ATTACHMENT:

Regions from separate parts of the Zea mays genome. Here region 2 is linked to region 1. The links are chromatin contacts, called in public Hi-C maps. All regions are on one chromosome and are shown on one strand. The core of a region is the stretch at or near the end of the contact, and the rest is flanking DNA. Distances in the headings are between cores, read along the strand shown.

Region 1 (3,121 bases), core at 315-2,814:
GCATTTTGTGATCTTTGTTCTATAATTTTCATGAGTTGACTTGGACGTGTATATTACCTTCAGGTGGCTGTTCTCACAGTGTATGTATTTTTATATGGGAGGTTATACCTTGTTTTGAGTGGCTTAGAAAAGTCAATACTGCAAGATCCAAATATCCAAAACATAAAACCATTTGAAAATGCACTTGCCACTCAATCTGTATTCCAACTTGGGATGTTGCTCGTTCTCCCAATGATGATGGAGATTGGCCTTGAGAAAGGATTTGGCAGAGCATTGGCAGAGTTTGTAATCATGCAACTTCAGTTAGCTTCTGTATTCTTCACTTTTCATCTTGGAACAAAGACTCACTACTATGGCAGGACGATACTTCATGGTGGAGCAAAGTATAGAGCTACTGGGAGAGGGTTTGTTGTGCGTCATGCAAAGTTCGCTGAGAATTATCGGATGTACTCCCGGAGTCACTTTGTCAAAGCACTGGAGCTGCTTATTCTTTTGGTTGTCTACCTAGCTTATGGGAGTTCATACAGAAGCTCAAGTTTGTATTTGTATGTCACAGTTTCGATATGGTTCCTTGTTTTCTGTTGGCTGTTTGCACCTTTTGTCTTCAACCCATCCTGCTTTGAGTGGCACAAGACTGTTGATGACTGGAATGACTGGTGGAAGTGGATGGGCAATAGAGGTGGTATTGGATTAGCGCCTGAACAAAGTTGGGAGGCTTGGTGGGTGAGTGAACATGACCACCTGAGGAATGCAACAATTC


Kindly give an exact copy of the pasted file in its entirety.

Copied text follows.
Regions from separate parts of the Zea mays genome. Here region 2 is linked to region 1. The links are chromatin contacts, called in public Hi-C maps. All regions are on one chromosome and are shown on one strand. The core of a region is the stretch at or near the end of the contact, and the rest is flanking DNA. Distances in the headings are between cores, read along the strand shown.

Region 1 (3,121 bases), core at 315-2,814:
GCATTTTGTGATCTTTGTTCTATAATTTTCATGAGTTGACTTGGACGTGTATATTACCTTCAGGTGGCTGTTCTCACAGTGTATGTATTTTTATATGGGAGGTTATACCTTGTTTTGAGTGGCTTAGAAAAGTCAATACTGCAAGATCCAAATATCCAAAACATAAAACCATTTGAAAATGCACTTGCCACTCAATCTGTATTCCAACTTGGGATGTTGCTCGTTCTCCCAATGATGATGGAGATTGGCCTTGAGAAAGGATTTGGCAGAGCATTGGCAGAGTTTGTAATCATGCAACTTCAGTTAGCTTCTGTATTCTTCACTTTTCATCTTGGAACAAAGACTCACTACTATGGCAGGACGATACTTCATGGTGGAGCAAAGTATAGAGCTACTGGGAGAGGGTTTGTTGTGCGTCATGCAAAGTTCGCTGAGAATTATCGGATGTACTCCCGGAGTCACTTTGTCAAAGCACTGGAGCTGCTTATTCTTTTGGTTGTCTACCTAGCTTATGGGAGTTCATACAGAAGCTCAAGTTTGTATTTGTATGTCACAGTTTCGATATGGTTCCTTGTTTTCTGTTGGCTGTTTGCACCTTTTGTCTTCAACCCATCCTGCTTTGAGTGGCACAAGACTGTTGATGACTGGAATGACTGGTGGAAGTGGATGGGCAATAGAGGTGGTATTGGATTAGCGCCTGAACAAAGTTGGGAGGCTTGGTGGGTGAGTGAACATGACCACCTGAGGAATGCAACAATTC